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Journal Issue: Protecting Children from Abuse and Neglect Volume 8 Number 1 Spring 1998

Eugene M. Lewit Nancy Kerrebrock


Maintaining good dental health among children in the United States today should be easy: regular tooth brushing, flossing, exposure to fluoride, and attention to good nutrition, together with visits to a dentist twice a year, should be enough to assure that a child rarely suffers the pain of an abscessed tooth, or loses a tooth to severe decay. However, many young children, especially those living in poor families, continue to suffer with mouths full of deep cavities, swollen jaws and cheeks, and episodes of around-the-clock pain. Some children regard tooth decay as inevitable and the pain associated with dental therapy as so unpleasant that they would rather have their teeth pulled than fixed.1

Maintaining good dental health in children is important not only because it prevents childhood pain and suffering and the school absenteeism that results from dental disease, but also because tooth loss in childhood can adversely affect how the jaws and teeth function as the child matures.2 Furthermore, unhealthy teeth are considered unattractive, and negative responses to the appearance of a child's teeth can impair the child's social confidence. Dental health can influence a child's overall chances for success just as do other, more frequently recognized aspects of physical health.3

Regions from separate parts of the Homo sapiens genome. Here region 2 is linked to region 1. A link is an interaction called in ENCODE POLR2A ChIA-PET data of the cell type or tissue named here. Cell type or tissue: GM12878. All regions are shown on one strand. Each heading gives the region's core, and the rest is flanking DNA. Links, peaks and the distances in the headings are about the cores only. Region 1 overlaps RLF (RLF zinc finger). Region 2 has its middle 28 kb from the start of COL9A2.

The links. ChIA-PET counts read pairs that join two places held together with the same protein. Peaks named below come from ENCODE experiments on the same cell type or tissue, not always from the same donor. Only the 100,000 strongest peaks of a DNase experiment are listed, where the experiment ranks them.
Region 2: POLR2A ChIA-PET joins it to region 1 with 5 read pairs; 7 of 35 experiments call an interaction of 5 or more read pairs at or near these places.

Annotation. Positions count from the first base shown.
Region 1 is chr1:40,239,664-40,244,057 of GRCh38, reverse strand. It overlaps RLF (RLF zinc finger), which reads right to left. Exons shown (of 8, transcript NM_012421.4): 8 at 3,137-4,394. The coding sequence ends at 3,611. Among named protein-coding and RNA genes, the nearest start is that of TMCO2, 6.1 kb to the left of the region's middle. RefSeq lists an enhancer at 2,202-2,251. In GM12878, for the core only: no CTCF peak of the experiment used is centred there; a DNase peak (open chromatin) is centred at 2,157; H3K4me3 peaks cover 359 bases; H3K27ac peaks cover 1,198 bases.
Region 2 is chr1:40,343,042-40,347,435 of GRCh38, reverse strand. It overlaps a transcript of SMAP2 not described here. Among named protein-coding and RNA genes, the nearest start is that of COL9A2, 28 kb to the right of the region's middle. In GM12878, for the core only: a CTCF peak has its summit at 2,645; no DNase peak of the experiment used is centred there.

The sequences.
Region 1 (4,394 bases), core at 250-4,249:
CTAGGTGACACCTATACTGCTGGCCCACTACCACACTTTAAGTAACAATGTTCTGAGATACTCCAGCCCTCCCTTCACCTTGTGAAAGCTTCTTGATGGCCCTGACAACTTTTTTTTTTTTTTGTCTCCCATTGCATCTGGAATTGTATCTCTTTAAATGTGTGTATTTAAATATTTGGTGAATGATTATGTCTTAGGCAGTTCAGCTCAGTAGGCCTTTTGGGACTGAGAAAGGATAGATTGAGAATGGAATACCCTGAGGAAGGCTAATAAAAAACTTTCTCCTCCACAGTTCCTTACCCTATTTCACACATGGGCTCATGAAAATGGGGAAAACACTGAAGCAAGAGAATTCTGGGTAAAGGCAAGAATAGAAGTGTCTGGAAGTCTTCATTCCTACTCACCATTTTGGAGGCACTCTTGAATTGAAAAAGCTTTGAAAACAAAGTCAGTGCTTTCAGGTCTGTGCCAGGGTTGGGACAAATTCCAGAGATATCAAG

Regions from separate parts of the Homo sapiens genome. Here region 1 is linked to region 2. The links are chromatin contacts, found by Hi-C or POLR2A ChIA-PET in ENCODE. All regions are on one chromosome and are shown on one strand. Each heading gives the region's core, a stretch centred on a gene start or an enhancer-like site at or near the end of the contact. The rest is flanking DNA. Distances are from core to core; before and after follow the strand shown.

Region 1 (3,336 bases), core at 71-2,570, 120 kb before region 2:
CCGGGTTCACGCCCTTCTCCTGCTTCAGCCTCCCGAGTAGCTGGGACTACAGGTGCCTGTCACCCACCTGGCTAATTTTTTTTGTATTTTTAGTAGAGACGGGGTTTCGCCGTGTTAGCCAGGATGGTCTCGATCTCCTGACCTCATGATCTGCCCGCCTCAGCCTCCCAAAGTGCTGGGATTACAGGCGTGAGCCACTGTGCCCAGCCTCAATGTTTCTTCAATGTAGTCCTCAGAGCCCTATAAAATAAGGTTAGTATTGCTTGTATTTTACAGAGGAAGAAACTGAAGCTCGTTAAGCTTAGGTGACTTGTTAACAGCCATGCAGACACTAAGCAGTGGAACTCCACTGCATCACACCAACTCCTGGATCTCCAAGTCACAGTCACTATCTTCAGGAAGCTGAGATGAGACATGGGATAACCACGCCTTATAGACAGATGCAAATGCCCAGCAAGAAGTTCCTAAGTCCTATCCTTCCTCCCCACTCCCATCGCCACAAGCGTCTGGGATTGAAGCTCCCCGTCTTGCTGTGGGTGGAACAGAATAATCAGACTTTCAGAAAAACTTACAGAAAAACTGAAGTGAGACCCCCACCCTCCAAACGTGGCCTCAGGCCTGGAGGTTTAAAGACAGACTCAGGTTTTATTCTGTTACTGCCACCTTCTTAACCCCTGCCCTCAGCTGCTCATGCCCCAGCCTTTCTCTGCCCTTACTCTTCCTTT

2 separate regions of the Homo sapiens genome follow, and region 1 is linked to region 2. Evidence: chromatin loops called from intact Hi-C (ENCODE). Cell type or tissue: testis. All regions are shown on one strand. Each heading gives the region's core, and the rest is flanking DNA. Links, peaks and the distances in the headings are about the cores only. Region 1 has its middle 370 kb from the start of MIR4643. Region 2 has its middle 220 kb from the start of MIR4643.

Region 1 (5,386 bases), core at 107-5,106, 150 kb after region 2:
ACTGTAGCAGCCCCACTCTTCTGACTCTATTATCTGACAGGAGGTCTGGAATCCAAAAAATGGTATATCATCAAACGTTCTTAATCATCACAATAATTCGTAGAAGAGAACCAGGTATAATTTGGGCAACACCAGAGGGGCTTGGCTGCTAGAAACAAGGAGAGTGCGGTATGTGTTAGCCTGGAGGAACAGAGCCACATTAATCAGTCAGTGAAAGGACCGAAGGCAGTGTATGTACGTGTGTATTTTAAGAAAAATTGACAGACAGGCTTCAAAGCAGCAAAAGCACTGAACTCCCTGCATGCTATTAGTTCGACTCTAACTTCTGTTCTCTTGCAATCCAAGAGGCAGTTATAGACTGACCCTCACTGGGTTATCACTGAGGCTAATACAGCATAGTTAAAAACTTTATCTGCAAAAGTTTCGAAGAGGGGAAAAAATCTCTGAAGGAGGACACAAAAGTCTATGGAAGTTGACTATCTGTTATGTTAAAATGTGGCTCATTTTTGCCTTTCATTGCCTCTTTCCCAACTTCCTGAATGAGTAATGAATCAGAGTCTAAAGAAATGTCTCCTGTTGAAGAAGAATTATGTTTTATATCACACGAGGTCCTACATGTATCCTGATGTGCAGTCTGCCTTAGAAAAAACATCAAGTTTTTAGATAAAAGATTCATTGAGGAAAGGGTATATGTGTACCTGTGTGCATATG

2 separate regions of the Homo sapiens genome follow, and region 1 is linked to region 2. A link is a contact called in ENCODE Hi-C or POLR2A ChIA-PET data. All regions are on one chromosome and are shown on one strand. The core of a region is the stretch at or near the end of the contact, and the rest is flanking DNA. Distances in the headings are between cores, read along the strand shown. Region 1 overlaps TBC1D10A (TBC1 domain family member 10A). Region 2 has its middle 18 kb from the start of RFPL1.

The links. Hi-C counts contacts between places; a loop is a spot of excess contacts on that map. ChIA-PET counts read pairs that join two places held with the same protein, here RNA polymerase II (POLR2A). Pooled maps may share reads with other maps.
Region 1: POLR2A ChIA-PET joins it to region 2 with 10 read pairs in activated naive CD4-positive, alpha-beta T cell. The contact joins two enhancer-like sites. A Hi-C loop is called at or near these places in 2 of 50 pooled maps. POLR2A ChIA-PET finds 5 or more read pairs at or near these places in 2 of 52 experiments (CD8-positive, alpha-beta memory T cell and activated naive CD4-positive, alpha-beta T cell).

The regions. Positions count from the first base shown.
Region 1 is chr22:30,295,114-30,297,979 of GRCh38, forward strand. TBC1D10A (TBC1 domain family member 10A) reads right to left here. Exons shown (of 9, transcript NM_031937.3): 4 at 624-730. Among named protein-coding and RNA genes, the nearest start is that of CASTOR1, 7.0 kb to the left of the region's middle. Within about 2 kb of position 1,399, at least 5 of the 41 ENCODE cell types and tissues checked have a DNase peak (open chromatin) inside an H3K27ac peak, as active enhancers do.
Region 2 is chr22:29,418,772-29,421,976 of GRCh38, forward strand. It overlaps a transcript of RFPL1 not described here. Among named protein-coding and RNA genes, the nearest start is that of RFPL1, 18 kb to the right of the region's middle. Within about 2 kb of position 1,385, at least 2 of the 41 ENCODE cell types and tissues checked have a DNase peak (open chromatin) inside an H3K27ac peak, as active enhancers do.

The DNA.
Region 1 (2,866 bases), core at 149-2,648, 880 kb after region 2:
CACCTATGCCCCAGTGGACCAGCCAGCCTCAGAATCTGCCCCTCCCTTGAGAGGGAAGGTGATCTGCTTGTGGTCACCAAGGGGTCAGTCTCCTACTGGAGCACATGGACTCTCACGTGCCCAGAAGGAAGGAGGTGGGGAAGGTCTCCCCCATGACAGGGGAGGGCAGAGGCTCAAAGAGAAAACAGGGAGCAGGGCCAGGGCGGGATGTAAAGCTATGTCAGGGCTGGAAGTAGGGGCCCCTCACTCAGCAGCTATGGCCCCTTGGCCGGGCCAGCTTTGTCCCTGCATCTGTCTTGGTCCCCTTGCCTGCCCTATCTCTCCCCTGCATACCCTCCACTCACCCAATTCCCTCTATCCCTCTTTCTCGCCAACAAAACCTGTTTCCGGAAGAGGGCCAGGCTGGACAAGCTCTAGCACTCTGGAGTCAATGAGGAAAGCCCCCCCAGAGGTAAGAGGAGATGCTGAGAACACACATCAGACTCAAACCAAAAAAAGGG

This Child Indicators article reviews several measures of dental health in children and the evidence on children's dental health. While children's dental health has improved substantially over the past two decades, with large declines in the average number of cavities per child, a number of children experience a disproportionate share of dental disease.4 Poor children in particular, because they are less likely than their wealthier peers to receive dental services, are at the highest risk of suffering the pain and consequences of untreated dental disease. Although federal law requires states to provide dental services to poor children through the early and periodic screening, diagnosis, and treatment (EPSDT) component of the Medicaid program, in practice many poor children fail to receive these services. The reasons for this failure are summarized in the section on utilization of services in this article.